In terminology, blind is an adjective that tends to be employed, in an uncited manner, in evolution and or philosophical discussions, in respect to topics, such as origin and variety of species, e.g. "blind necessity" (Newton, 1867), concerning "forces" (e.g. blind force), or "chance" (e.g. blind random luck; blind random, accidental, chance, etc.); a laymanized anthropism, of sorts, of the electromagnetic force and or the gravitational force; often done as unwritten code for some type of religious objection, reaction, or retraction; a term used as synonym for ignorance of mode of action (Holbach, 1770).

Newton | Holbach
In 1687, Newton, in his Principia, stated the following on “blind necessity”: [6]

“From a physical and blind necessity, which should preside everywhere, and he always the same, there could not emanate any variety in beings; the diversity which we see, could only have their origin in the ideas and the will of a being which exists necessarily.”

In 1770, Baron d’Holbach, in his ridicule of Newtons’ theology, states the following on this peculiar term: [7]

“As for the ‘blind necessity’, as is elsewhere said, it is that of which we ignore the energy, or of which, being blind ourselves, we have no knowledge of the mode of action.”


Sometime going into the mid-20th century, or before, scientists began to employ the term “blind” in reference to physical forces, as some way as an explanatory tool, supposedly done as code for godlessness, or something along these lines; the following is one example quote:

“The whole intricate fabric of civilized life was a standing record of achievement, not by atoms pushed and pulled by blind purposeless forces, but by resolute minds working to pre-selected ends.”
James Jeans (1943), Physics and Philosophy [1]


In 1986, English zoologist Richard Dawkins published his The Blind Watchmaker, wherein he employed the term "blind" some 100+ times to explain the operation of Darwinian evolution, as he "saw" it, no pun intended. [4]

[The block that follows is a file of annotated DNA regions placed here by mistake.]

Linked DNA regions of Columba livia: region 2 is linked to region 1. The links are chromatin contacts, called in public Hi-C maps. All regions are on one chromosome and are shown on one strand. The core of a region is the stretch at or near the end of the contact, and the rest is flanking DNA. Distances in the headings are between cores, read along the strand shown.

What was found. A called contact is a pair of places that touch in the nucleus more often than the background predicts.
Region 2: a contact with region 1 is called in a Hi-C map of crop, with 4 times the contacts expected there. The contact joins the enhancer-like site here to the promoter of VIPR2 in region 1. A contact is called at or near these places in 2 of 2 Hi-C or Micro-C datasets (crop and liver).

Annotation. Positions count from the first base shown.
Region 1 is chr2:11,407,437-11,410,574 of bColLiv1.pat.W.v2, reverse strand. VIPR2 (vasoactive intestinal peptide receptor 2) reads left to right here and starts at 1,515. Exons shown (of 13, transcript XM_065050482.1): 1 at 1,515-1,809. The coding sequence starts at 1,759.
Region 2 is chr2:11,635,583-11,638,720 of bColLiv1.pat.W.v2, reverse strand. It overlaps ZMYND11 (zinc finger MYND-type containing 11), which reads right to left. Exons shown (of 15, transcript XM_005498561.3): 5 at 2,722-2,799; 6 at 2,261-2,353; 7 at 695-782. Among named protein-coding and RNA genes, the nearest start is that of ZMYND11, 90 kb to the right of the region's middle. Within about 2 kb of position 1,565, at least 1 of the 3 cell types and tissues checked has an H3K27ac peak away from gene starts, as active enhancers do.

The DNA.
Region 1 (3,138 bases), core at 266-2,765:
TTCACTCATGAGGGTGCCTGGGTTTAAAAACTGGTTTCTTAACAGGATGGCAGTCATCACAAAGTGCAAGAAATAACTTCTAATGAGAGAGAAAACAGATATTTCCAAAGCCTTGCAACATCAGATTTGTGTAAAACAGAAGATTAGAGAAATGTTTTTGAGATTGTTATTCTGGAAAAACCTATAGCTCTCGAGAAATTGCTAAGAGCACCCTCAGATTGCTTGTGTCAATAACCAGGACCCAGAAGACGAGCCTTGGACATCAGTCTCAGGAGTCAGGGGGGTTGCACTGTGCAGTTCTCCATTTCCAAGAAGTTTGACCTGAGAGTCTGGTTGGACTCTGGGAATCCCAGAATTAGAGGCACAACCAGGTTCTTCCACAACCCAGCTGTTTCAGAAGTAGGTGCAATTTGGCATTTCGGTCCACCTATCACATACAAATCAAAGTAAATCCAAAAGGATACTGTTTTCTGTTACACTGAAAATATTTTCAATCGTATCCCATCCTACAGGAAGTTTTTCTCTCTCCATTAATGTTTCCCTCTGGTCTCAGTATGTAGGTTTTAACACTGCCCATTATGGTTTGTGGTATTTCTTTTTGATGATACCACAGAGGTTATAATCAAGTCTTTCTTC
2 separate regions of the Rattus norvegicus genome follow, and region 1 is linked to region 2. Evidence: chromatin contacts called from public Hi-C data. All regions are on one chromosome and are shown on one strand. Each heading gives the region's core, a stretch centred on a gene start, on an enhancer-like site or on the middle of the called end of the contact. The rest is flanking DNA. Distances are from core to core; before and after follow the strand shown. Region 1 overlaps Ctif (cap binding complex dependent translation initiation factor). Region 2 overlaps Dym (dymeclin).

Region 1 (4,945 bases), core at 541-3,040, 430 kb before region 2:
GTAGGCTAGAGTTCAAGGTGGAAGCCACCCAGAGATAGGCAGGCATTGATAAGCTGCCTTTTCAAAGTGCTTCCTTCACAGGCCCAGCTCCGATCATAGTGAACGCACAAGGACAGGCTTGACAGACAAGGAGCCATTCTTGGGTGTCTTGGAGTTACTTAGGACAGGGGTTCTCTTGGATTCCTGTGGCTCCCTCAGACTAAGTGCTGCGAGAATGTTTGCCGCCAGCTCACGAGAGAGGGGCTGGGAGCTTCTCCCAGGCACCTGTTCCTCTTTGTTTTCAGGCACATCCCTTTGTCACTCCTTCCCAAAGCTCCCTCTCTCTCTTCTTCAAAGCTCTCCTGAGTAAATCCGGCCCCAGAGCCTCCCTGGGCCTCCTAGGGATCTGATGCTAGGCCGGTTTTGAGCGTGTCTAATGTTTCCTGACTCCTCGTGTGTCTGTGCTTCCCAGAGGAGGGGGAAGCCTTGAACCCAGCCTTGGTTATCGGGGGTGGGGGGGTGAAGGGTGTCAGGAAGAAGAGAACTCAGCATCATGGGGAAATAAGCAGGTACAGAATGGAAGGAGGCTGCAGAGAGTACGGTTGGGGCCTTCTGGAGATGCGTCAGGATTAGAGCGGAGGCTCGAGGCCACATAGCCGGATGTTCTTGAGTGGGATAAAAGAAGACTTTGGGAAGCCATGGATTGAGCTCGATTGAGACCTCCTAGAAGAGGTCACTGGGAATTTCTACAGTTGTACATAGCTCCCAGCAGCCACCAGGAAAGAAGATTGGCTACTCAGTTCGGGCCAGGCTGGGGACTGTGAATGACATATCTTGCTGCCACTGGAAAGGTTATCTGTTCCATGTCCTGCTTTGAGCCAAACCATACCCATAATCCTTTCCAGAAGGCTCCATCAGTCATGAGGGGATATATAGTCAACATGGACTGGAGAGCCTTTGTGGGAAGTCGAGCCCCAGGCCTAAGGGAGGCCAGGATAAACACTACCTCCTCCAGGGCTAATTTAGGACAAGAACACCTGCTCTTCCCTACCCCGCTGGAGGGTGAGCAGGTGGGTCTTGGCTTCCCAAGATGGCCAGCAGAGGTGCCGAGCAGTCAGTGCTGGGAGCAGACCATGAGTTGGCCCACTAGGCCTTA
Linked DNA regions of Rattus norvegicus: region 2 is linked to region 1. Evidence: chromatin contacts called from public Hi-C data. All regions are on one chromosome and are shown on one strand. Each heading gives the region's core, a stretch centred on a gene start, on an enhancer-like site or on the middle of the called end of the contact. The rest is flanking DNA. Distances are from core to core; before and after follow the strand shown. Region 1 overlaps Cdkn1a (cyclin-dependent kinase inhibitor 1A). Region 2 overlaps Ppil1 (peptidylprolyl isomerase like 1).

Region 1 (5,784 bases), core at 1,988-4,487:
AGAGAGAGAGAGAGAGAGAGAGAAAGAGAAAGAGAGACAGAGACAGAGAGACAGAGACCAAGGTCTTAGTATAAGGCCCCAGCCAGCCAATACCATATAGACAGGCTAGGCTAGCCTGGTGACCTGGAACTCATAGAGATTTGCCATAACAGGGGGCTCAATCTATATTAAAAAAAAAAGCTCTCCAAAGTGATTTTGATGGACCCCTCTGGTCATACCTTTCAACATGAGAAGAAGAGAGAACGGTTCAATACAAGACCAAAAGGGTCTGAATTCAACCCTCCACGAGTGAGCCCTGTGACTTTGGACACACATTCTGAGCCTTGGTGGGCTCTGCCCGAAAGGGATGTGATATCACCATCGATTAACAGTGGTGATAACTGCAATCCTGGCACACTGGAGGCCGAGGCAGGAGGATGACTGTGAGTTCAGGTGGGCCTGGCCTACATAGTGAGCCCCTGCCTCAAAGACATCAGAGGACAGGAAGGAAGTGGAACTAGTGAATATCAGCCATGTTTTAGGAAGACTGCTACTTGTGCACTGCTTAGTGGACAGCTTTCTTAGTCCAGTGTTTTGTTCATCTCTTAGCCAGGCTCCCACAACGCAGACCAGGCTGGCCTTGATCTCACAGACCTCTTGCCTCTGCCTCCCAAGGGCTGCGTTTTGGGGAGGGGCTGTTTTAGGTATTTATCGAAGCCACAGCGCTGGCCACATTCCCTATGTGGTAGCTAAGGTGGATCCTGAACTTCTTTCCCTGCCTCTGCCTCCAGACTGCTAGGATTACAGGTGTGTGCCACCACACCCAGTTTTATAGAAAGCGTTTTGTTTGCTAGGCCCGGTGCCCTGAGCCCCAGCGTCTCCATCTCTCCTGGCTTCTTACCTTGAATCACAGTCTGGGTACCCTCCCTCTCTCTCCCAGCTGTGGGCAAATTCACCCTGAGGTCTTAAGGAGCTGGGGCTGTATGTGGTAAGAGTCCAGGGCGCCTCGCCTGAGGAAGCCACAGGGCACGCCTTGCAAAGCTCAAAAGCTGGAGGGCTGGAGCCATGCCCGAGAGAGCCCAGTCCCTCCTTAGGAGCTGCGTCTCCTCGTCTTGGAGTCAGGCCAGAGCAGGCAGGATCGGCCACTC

In 1995, Dawkins published his River Out of Eden, wherein he gives the following quote, oft-cited by anti-atheists: [2]

“In a universe of electrons and selfish genes, blind physical forces and genetic replication, some people are going to get hurt, other people are going to get lucky, and you won’t find any rhyme or reason in it, nor any justice. The universe that we observe has precisely the properties we should expect if there is, at bottom, no design, no purpose, no evil, no good, nothing but pitiless indifference.”

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In 2014, American political theory philosopher Curtis Johnson, in his Darwin’s Dice, devoted a number of pages discussing the use of the term “blind” in respect to causality-based evolution; the following being one example: [3]

“David Hull (2001) has urged evolutionary biologists and philosophers of biology to eschew any qualifying adjective for ‘variation’ in biological evolution. ‘Blind’, ‘random’, ‘chance’, or what have you, are ‘extremely misleading’ terms, insofar as they cannot be accepted as literally true. Variations are caused, he notes. No one working in this area doubts this, and neither did Darwin. ‘Chance’ and associated ideas might seem to suggest otherwise.”